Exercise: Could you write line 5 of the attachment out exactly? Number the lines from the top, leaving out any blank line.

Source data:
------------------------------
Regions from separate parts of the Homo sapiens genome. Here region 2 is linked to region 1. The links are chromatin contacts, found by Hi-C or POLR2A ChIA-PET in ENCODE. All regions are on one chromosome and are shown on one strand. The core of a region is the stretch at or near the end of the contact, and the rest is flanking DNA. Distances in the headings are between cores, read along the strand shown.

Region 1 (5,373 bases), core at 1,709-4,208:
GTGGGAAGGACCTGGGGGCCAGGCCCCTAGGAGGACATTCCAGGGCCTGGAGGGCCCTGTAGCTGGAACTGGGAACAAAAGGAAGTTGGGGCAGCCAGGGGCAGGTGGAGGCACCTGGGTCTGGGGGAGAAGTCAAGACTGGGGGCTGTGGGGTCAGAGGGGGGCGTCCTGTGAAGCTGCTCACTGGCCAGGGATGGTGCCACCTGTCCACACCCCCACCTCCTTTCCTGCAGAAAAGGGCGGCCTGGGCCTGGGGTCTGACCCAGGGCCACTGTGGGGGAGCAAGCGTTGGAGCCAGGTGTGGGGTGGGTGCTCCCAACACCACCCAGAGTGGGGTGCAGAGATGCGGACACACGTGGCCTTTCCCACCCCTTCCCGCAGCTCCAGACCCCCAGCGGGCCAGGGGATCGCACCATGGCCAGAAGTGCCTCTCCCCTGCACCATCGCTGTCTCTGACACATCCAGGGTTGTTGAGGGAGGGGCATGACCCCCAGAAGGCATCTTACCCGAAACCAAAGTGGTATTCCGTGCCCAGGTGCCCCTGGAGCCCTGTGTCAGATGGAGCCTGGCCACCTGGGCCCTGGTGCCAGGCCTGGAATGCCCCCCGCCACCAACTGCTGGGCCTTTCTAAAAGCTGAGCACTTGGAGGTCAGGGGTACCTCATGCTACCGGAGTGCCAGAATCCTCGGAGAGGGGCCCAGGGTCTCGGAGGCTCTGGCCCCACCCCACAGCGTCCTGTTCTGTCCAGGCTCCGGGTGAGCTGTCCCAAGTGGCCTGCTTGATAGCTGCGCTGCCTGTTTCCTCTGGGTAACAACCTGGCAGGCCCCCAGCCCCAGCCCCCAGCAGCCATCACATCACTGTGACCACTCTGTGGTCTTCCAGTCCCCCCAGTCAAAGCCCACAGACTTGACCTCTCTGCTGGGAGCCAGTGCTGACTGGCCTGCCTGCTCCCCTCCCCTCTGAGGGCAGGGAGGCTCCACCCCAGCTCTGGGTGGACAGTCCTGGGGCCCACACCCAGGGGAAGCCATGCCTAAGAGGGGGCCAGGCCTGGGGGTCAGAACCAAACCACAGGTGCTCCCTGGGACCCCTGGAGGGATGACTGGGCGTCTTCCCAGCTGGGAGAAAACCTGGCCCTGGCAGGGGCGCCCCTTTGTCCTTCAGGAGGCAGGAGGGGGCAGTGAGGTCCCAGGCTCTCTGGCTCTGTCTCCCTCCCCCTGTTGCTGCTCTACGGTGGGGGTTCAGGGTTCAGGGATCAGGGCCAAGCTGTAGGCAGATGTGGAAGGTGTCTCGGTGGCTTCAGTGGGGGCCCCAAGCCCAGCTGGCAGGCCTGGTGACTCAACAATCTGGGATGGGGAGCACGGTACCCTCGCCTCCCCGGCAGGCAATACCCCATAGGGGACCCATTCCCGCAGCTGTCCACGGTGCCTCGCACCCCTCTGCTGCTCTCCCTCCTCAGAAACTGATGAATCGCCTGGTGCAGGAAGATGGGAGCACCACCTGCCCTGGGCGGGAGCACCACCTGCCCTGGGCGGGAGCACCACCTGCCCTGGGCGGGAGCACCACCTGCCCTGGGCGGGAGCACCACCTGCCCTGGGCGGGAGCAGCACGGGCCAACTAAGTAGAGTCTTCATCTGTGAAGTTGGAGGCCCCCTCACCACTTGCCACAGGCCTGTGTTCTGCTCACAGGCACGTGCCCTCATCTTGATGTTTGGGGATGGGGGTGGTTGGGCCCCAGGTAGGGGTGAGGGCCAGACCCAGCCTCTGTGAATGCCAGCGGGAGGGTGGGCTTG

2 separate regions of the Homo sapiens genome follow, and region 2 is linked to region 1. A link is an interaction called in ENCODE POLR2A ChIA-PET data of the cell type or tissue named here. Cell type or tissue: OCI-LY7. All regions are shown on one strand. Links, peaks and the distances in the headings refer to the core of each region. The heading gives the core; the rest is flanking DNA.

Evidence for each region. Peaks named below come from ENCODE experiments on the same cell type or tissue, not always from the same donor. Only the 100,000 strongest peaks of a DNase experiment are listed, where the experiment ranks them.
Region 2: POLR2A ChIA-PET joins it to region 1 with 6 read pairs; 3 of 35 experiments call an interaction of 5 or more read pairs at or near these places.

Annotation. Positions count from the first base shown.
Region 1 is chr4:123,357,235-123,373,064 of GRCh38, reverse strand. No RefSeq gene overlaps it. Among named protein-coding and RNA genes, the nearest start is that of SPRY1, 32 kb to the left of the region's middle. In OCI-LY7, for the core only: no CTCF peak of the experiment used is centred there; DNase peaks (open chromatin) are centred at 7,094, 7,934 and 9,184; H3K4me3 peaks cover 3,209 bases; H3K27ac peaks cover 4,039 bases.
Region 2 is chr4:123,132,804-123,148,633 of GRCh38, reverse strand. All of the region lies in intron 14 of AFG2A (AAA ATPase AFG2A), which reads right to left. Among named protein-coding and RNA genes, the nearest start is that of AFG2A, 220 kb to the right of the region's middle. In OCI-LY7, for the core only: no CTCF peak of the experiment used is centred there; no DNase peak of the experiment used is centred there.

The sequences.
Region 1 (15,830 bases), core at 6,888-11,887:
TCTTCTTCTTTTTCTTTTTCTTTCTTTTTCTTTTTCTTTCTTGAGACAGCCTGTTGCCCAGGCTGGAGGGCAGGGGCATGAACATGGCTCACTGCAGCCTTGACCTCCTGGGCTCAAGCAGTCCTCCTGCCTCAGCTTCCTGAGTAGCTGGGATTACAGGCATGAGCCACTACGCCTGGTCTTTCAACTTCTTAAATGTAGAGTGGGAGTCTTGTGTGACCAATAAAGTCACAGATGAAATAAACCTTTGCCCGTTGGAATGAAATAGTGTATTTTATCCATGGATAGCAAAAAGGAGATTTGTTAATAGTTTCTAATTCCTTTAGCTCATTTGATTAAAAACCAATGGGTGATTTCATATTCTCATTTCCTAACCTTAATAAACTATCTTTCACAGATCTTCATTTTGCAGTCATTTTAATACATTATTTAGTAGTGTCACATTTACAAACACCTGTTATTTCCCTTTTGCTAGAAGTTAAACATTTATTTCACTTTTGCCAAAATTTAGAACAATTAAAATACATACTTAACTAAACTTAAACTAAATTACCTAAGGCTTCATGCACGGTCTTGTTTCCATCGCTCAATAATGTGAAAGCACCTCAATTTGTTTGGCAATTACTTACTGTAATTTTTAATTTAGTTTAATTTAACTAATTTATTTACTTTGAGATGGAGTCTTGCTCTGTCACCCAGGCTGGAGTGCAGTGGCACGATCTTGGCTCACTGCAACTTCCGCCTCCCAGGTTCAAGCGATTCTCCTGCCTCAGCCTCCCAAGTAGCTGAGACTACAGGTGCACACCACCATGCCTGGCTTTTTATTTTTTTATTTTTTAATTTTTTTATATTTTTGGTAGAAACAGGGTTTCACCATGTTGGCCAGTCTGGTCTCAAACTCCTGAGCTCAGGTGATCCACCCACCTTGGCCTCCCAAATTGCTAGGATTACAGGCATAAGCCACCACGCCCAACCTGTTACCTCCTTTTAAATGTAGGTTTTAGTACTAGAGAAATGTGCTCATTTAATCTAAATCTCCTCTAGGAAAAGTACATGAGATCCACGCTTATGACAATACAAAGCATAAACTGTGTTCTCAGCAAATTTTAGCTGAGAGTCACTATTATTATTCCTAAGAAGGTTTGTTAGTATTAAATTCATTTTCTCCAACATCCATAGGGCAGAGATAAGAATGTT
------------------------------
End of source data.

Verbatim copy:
Evidence for each region. Peaks named below come from ENCODE experiments on the same cell type or tissue, not always from the same donor. Only the 100,000 strongest peaks of a DNase experiment are listed, where the experiment ranks them.